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Klarna commits to transparency on customer debt as it ponders public listing

·3-min read

The boss of Klarna has pledged to publish figures on how many UK customers are referred to debt collection agencies by his firm as it eyes a potential public listing.

Speaking to the PA news agency, buy-now-pay-later boss Sebastian Siemiatkowski said he would mirror recent disclosures that the company had made in his native Sweden.

He also said that potential rule changes designed to attract companies to list in the UK, which would allow founders to keep better control under dual-class structures, could make the London Stock Exchange more attractive to Klarna.

“At least for me as a co-founder, the idea of being able to have dual classes is obviously one that I know a lot of businesses and founders care about,” Mr Siemiatkowski said.

Relaxing rules about the number of shares that need to be sold when a company lists in London – the so-called free float – could encourage the company to choose a UK listing.

Yet while an initial public offering (IPO) may be “the natural next step for the company,” it is not imminent. And other locations could be chosen, including the US.

“We’re not doing it right now, but it’s not like it’s unthinkable that it would happen within a year or two.”

If it lists, Klarna is likely to face questions about its future, as UK authorities look set to introduce stricter regulation in its sector.

In order to allay fears in Sweden, Klarna published a slew of data two weeks ago, including trends on reminders it had sent to customers, and the number of customers who were referred to the country’s official debt collection agency.

The data also broke down debt collection referrals by age group, showing that men aged 18 to 25 were most likely to be referred to the debt collectors.

Mr Siemiatkowski said that Klarna wants to publish the same information in the UK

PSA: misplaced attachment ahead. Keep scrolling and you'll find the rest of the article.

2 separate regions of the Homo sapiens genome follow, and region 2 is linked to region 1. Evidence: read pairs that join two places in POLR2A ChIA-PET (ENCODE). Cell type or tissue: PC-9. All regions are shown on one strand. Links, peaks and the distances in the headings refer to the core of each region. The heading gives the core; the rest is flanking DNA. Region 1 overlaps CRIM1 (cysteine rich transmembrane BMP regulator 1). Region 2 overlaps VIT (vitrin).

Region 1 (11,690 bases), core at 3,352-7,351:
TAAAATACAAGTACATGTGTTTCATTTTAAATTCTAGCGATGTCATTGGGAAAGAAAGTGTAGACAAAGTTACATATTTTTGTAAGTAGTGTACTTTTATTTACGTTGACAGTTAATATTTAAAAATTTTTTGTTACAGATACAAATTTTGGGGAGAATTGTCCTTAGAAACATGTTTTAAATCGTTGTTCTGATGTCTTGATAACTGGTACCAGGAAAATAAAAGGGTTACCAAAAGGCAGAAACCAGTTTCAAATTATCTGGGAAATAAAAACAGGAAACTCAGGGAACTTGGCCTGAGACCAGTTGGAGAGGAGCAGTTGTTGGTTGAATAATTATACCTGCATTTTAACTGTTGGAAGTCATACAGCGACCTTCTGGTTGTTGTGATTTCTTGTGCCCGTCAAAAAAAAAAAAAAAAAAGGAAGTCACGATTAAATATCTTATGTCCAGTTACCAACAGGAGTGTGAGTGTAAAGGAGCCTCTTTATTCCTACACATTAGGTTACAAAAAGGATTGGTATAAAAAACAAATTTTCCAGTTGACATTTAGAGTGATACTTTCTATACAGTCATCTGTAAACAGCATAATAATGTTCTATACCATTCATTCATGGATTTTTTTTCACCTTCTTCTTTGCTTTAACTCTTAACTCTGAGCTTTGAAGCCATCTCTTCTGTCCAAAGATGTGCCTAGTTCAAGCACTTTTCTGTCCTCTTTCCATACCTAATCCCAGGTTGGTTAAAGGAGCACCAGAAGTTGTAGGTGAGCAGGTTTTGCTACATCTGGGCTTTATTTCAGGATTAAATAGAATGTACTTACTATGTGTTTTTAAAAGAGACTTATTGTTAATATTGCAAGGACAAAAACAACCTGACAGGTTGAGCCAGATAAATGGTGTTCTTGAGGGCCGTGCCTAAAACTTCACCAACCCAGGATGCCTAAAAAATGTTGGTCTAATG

“We have that ambition, it’s just ongoing work,” he said.

“That level of transparency is what builds trust.

“The traditional way of doing trust is to put a white man in a marble office with a suit and then try to sound very complex and hard to understand,” the T-shirt wearing boss said from his London hotel room where he had been quarantining after arriving from abroad.

Klarna allows customers to buy items on one of its partners’ websites, which include ASOS and Gymshark, but wait 30 days before paying.

The company does not charge customers any interest for that and customers are not subject to late fees. Instead, the company makes money by taking a slice of the action from the retailer.

Although they come with no interest, consumer champions Citizens Advice have warned that such schemes can be a “slippery slope into debt”.

Mr Siemiatkowski said that he supports regulation, but said there are “a lot of misconceptions” in the UK, including comparisons to payday lenders, which he said was the company’s fault for not communicating well enough.

He called for “outcome-based regulation” which favours better types of credit – such as Klarna, he claimed – over worse forms, including credit cards.

The regulation Mr Siemiatkowski favours would look at how many customers fall into debt, and how expensive credit is.

“What you need is you both need competition and protection of the consumer. And that can be accomplished by not being restrictive and saying, you have to ask this question or do this and that, but by saying your losses cannot be higher than this, or the amount of people that fall into debt or your prices cannot be more expensive than this,” he said.

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